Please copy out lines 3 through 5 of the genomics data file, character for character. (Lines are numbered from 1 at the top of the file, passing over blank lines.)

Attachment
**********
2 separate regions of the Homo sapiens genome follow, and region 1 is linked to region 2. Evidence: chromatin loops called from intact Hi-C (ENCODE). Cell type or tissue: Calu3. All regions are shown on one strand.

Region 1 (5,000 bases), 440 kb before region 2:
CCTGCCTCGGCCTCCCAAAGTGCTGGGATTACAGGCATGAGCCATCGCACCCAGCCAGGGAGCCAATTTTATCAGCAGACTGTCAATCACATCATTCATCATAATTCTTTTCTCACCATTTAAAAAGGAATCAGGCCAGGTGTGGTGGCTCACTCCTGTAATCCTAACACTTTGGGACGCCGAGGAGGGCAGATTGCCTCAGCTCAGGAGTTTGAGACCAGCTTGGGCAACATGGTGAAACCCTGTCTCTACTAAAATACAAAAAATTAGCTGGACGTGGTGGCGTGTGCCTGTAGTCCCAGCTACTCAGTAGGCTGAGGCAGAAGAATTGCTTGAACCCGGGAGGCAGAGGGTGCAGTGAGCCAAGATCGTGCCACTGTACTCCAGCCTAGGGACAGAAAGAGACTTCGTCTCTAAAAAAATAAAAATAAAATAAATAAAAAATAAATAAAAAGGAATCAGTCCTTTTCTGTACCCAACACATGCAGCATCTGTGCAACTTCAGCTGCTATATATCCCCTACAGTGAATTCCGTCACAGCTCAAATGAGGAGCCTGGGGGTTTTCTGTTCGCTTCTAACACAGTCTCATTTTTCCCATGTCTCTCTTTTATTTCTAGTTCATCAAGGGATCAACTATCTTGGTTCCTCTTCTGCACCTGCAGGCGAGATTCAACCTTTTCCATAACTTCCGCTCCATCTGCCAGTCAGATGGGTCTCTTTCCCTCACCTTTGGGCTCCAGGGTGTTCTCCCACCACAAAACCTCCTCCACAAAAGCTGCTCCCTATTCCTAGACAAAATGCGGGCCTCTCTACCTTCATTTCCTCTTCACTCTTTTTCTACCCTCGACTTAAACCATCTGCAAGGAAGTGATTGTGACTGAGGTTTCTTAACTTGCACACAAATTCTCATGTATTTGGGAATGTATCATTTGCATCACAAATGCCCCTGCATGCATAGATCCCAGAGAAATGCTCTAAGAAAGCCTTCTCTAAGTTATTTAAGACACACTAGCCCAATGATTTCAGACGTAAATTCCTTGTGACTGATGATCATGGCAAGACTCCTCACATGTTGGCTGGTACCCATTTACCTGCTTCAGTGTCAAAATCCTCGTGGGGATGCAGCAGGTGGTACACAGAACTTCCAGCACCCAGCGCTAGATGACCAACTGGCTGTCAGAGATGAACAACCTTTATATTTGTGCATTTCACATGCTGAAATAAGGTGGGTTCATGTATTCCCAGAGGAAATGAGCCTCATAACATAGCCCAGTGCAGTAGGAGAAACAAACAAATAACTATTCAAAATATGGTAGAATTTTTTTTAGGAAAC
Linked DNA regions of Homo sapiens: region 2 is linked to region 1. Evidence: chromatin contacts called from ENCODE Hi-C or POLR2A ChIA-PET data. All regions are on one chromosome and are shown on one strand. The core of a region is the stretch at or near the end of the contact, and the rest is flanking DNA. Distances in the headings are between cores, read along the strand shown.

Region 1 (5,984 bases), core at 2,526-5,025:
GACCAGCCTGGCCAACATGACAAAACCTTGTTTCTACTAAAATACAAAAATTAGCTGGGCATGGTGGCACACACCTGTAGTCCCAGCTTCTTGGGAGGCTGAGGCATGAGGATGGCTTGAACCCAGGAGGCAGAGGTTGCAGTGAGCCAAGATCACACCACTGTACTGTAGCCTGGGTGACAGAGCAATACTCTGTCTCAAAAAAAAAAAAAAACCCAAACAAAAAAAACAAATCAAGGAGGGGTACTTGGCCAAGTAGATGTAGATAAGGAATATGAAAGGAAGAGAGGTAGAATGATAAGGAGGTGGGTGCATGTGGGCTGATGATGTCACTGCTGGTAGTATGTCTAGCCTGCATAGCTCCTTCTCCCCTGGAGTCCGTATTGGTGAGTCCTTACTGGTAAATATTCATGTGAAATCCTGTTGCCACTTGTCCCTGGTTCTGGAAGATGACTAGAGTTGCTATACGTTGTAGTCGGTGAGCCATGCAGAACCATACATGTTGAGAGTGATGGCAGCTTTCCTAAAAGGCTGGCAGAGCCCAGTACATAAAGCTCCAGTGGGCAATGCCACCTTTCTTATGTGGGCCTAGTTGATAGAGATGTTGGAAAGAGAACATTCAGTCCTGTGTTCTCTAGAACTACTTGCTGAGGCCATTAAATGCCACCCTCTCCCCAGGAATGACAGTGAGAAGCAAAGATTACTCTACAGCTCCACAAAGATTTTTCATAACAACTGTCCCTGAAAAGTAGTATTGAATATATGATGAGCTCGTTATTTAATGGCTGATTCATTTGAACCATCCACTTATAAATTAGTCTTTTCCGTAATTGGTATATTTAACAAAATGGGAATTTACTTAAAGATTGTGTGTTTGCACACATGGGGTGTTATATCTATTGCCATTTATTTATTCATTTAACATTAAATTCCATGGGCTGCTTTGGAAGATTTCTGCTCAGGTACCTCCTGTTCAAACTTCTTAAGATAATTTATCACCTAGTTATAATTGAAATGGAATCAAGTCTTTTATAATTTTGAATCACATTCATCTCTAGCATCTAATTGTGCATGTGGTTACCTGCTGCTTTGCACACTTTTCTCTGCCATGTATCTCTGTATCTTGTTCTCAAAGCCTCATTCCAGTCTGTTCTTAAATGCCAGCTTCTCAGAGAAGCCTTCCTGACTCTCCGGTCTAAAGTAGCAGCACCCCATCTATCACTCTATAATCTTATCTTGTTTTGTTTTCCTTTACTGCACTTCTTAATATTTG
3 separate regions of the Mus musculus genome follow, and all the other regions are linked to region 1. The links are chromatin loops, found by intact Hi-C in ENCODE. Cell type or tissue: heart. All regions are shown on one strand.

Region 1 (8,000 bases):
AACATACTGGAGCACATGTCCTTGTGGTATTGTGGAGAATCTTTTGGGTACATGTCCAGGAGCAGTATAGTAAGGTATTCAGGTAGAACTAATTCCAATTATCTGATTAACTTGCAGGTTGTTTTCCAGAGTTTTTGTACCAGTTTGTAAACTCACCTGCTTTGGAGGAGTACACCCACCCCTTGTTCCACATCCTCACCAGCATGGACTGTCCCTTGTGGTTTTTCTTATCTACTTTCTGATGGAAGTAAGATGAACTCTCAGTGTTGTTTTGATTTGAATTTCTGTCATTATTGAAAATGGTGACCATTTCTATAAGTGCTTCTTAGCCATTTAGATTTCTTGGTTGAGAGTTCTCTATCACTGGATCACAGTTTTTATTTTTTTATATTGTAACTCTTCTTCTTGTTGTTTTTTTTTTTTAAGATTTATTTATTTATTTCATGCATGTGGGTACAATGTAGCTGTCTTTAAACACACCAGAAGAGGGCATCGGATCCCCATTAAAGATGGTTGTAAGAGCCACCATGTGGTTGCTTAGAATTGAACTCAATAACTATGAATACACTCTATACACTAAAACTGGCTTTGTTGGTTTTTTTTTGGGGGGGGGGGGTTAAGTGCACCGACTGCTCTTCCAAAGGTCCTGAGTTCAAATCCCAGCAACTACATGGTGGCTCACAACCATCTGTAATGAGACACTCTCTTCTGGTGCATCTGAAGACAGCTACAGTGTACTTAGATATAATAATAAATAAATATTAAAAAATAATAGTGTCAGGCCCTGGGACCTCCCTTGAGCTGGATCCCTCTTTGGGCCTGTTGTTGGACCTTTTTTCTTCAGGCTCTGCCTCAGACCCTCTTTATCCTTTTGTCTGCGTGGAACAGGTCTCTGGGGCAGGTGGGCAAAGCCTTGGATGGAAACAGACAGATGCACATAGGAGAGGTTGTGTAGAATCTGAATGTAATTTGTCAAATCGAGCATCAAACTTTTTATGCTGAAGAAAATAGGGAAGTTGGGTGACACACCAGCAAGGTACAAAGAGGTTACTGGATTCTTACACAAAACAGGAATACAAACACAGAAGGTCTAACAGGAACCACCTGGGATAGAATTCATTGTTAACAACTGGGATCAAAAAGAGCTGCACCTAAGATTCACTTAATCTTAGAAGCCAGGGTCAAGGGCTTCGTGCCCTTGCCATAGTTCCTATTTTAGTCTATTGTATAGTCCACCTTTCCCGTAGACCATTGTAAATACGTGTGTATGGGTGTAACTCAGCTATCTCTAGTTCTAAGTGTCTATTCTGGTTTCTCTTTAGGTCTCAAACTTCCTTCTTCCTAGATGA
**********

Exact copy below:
CCTGCCTCGGCCTCCCAAAGTGCTGGGATTACAGGCATGAGCCATCGCACCCAGCCAGGGAGCCAATTTTATCAGCAGACTGTCAATCACATCATTCATCATAATTCTTTTCTCACCATTTAAAAAGGAATCAGGCCAGGTGTGGTGGCTCACTCCTGTAATCCTAACACTTTGGGACGCCGAGGAGGGCAGATTGCCTCAGCTCAGGAGTTTGAGACCAGCTTGGGCAACATGGTGAAACCCTGTCTCTACTAAAATACAAAAAATTAGCTGGACGTGGTGGCGTGTGCCTGTAGTCCCAGCTACTCAGTAGGCTGAGGCAGAAGAATTGCTTGAACCCGGGAGGCAGAGGGTGCAGTGAGCCAAGATCGTGCCACTGTACTCCAGCCTAGGGACAGAAAGAGACTTCGTCTCTAAAAAAATAAAAATAAAATAAATAAAAAATAAATAAAAAGGAATCAGTCCTTTTCTGTACCCAACACATGCAGCATCTGTGCAACTTCAGCTGCTATATATCCCCTACAGTGAATTCCGTCACAGCTCAAATGAGGAGCCTGGGGGTTTTCTGTTCGCTTCTAACACAGTCTCATTTTTCCCATGTCTCTCTTTTATTTCTAGTTCATCAAGGGATCAACTATCTTGGTTCCTCTTCTGCACCTGCAGGCGAGATTCAACCTTTTCCATAACTTCCGCTCCATCTGCCAGTCAGATGGGTCTCTTTCCCTCACCTTTGGGCTCCAGGGTGTTCTCCCACCACAAAACCTCCTCCACAAAAGCTGCTCCCTATTCCTAGACAAAATGCGGGCCTCTCTACCTTCATTTCCTCTTCACTCTTTTTCTACCCTCGACTTAAACCATCTGCAAGGAAGTGATTGTGACTGAGGTTTCTTAACTTGCACACAAATTCTCATGTATTTGGGAATGTATCATTTGCATCACAAATGCCCCTGCATGCATAGATCCCAGAGAAATGCTCTAAGAAAGCCTTCTCTAAGTTATTTAAGACACACTAGCCCAATGATTTCAGACGTAAATTCCTTGTGACTGATGATCATGGCAAGACTCCTCACATGTTGGCTGGTACCCATTTACCTGCTTCAGTGTCAAAATCCTCGTGGGGATGCAGCAGGTGGTACACAGAACTTCCAGCACCCAGCGCTAGATGACCAACTGGCTGTCAGAGATGAACAACCTTTATATTTGTGCATTTCACATGCTGAAATAAGGTGGGTTCATGTATTCCCAGAGGAAATGAGCCTCATAACATAGCCCAGTGCAGTAGGAGAAACAAACAAATAACTATTCAAAATATGGTAGAATTTTTTTTAGGAAAC
Linked DNA regions of Homo sapiens: region 2 is linked to region 1. Evidence: chromatin contacts called from ENCODE Hi-C or POLR2A ChIA-PET data. All regions are on one chromosome and are shown on one strand. The core of a region is the stretch at or near the end of the contact, and the rest is flanking DNA. Distances in the headings are between cores, read along the strand shown.

Region 1 (5,984 bases), core at 2,526-5,025: